Vince Staples had the crowd bouncing last night at Liberty Hall
Vince Staples and Ebony Tusks
Tuesday, September 29
Perusing Vince Staples’ Instagram, you’ll come across an iconic, stark portrait of Ian Curtis, posted by the precocious Long Beach rapper just six weeks ago. The parallels Staples draws between his own work and that of Curtis’ band Joy Division (the short-lived Manchester post-punk act that would go on to become New Order following Curtis’ suicide) don’t end there: look no further than the Unknown Pleasures-riffing cover art to Staples’ debut LP Summertime ‘06, released this past June on Def Jam. The message is clear: Like Joy Division once did, Vince Staples is making unforgiving, industrial-sounding music, songs that often feel as cold and bleak as their lyrical content suggests.
Somewhat surprisingly, Vince Staples played against that insularity last night with a bouncy, rapid-fire set that spanned a brief hour at Liberty Hall in Lawrence. Energetic and jovial (despite copping to still being under the grips of a slight cold), Staples bounded from one end of the stage to the other, resting only briefly in between songs to namedrop Sprite with ridiculous frequency (the Coca Cola-owned beverage endorses him). It was immediately obvious he was taking the piss.
Even better was when he urged the crowd — mostly teenagers and college students — to shout out in unison their disdain for the police, only to immediately call out the absurdity of that sort of sentiment parroted by a room full of mostly white 18-year-olds. The rapper’s jokes, however topical, never felt at the expense of his audience. And this was, indeed, an enthusiastic crowd: Concertgoers hanged on Staples’ every word, repeating his lines. The whole room seemingly pressed flush against the stage barricade for the show’s duration.
Staples’ music — a handful of early mixtapes, last year’s Hell Can Wait EP and this year’s double LP Summertime ‘06 — unapologetically details Staples’ upbringing in Long Beach, California. Channeling the 22-year-old rapper’s past selling drugs, a father submerged by gang violence and dead childhood friends, Summertime ’06 in particular comes into stark relief through its minimalist soundscapes and blunt clarity. Though Staples has met wide acclaim already, it’s to his credit that his music rests safely at its peripherals; he is seemingly unconcerned with landing anywhere near the Billboard Hot 100.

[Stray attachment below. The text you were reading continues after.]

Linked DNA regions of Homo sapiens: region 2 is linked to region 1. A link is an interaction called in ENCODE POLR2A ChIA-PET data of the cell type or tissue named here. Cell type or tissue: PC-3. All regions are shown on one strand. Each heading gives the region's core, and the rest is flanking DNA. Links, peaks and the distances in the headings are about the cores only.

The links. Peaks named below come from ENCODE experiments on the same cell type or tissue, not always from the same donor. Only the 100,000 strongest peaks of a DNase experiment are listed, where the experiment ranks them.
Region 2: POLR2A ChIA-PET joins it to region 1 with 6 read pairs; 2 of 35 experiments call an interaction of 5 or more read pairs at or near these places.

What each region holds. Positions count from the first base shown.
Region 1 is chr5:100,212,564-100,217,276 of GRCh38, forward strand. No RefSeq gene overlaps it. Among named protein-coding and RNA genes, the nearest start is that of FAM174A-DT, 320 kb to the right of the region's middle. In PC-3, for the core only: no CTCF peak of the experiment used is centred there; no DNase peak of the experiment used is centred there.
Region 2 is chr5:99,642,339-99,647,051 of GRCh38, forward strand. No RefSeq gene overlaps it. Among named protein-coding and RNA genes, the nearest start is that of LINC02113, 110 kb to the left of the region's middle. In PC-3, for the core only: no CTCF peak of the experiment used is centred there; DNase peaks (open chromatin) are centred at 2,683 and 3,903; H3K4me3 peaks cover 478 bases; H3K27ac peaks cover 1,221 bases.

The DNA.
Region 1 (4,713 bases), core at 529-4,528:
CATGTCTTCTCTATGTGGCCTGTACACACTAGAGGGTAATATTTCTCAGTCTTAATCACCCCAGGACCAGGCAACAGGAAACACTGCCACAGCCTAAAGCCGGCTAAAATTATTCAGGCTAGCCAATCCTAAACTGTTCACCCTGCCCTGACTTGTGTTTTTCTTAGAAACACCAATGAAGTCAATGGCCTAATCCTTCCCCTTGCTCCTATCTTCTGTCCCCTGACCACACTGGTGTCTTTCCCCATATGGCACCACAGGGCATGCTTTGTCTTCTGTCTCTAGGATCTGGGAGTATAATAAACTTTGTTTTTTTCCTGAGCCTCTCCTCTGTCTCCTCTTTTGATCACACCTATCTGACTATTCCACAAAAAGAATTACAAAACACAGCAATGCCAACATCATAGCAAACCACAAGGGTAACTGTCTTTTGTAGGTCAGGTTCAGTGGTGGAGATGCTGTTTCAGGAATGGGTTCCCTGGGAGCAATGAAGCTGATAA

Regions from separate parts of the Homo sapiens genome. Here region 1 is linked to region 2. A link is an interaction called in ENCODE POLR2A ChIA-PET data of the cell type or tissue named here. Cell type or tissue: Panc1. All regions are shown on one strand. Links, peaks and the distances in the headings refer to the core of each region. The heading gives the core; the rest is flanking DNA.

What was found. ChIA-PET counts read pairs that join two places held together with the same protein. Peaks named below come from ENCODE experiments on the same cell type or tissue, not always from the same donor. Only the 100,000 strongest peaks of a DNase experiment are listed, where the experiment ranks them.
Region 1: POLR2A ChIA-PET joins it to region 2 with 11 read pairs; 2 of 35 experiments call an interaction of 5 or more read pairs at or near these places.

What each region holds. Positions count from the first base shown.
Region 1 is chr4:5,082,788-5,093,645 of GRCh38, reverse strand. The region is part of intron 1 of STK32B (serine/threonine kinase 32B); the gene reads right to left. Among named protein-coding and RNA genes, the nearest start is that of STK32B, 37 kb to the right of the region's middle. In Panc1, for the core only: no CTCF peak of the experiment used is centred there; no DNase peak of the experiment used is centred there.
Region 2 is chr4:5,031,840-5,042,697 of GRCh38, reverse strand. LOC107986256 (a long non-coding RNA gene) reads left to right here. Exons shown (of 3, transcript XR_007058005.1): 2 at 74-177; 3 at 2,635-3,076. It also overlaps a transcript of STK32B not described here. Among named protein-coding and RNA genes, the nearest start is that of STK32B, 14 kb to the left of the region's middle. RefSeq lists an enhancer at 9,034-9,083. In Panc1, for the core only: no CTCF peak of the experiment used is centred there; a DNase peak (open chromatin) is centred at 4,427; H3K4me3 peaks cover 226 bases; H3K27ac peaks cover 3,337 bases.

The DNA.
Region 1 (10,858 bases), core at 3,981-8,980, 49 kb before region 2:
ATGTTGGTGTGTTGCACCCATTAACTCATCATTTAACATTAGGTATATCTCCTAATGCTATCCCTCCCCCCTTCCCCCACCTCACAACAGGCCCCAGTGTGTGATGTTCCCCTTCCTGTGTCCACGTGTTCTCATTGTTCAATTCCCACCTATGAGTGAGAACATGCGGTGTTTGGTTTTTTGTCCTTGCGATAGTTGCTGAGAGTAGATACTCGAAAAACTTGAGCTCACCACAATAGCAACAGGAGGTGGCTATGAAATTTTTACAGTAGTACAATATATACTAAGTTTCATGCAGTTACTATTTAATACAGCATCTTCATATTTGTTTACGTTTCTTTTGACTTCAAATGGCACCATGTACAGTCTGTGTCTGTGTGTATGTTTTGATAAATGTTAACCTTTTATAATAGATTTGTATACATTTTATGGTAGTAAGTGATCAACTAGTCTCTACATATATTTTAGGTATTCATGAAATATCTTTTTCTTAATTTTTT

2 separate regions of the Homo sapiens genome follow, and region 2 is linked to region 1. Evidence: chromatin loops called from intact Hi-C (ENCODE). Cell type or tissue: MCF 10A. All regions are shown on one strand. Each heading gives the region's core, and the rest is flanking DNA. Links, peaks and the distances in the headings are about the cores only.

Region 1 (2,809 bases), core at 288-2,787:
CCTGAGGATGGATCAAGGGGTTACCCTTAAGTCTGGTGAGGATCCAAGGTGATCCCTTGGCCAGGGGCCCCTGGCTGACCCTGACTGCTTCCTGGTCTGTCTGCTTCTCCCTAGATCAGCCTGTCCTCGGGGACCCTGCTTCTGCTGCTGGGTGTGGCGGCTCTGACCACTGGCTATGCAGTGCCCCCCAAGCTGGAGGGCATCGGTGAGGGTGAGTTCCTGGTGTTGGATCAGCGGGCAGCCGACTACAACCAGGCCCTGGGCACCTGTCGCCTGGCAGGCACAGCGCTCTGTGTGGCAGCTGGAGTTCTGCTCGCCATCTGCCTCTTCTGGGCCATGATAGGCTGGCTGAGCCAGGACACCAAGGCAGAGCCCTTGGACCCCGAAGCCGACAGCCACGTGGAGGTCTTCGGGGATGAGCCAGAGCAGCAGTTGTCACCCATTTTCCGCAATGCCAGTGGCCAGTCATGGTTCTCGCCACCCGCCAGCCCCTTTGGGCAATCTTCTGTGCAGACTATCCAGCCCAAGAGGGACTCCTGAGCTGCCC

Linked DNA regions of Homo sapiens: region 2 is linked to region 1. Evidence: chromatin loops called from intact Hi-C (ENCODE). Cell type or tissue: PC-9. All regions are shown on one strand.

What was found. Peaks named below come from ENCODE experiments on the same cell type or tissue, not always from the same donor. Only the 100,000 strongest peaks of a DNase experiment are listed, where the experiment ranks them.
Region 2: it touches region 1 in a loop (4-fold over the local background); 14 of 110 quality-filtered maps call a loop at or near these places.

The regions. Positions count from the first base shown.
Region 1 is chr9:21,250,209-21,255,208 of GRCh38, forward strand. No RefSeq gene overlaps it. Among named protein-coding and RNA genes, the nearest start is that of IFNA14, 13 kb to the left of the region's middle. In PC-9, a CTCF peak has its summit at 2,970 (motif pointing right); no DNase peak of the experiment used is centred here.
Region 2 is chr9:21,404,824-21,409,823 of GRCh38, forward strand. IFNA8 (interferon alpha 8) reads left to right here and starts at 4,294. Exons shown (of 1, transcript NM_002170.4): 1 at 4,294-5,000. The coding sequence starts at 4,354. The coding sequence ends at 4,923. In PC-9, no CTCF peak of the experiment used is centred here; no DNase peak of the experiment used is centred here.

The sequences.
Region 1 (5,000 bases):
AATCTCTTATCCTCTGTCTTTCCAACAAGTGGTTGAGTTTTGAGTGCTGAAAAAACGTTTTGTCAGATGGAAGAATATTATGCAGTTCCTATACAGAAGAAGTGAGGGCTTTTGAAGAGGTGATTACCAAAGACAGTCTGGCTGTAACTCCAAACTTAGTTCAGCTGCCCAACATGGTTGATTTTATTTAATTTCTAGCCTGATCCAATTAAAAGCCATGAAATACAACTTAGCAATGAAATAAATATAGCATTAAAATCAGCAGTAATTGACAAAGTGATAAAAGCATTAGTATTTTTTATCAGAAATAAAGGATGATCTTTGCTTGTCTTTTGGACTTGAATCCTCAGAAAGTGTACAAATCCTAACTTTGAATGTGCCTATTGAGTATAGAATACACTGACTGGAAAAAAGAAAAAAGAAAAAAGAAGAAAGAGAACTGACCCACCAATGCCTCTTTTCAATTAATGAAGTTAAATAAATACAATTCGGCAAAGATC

Summertime ‘06 opener “Lift Me Up” rides a sluggish but persistent groove, its rumbling, bassy synths carrying Staples’ smart wordplay over the ebb and flow of a monochromatic tide. As Vince emerged onstage to the song’s opening chords, the Tuesday night crowd’s excitement peaked, and the wild anticipation was palpable in the room. Despite the joyous vibe, there was a cognitive dissonance in hearing these songs rendered live as turn-up anthems. For example: The lines All these white folks chanting when I asked ’em where my niggas at? / Goin’ crazy, got me goin’ crazy, I can’t get wit’ that / Wonder if they know, I know they won’t go where we kick it at? could have made for some terrific tension.
Call it willful naiveté, but the crowd answered by rapping along. And Staples, to his credit, was gracious and genuine, playful in his embodiment of both artist and entertainer.
Midway through the set Staples instructed the crowd to raise their hands in the air before launching into the ominous “Hands Up” from 2014’s Hell Can Wait. Staples denies the song was written in reference to Ferguson, but regardless, it proved difficult not to read between the lines.
Finally, everything clicked during set closer and album single “Señorita.” Here, Staples lifts a symphonious Future sample for the hook, rapping intently over a stuttering trap beat and minor-key synths that sound swiped from a John Carpenter horror film score. A track with clear crossover appeal that quite literally pulls straight from the playbook of perhaps the most beloved rapper of 2015 suggests that Staples’ pop appeal isn’t quite so far off.
Leftovers: Listening to Summertime ‘06 before the show, I wondered how Staples would translate these songs live. The answer: fairly seamlessly. He gave his audience what it sought — an unhinged performance that each person could collectively get lost within, rapping along to every word, bouncing with the MC as he pogoed across the stage.
Over the course of the first few songs, I was somewhat taken aback: I was expecting Joy Division, somber and reticent, live renditions felt as gravely as the songs come across on record. Staples raps scathingly about the violence and injustices African Americans in this country suffer that many white people actively pretend don’t exist, and that context feels imperative to his work. But as he launched into “Norf Norf” near the end of his set, I began to reconsider the distinction I had made between listening to his songs, alone in my car, and now, with a room full of ecstatic people. And then, Staples seemed to answer as he rapped the night’s own mission statement: My Crips lurkin’, don’t die tonight / I just want to dance with you, baby.
A note on the openers: Lawrence act Ebony Tusks set the mood as concert goers trickled in, taking on the task of hyping up a gathering but no less attentive crowd. Best was a guttural, rumbling number that recalled Death Grips. Clouds of weed smoke curlicued up into the red hues of the stages lights as the group’s shadows danced across the side stage curtains. You could feel their rising chant of “Way back, way back” in your chest. If you haven’t heard this group yet, remedy that now.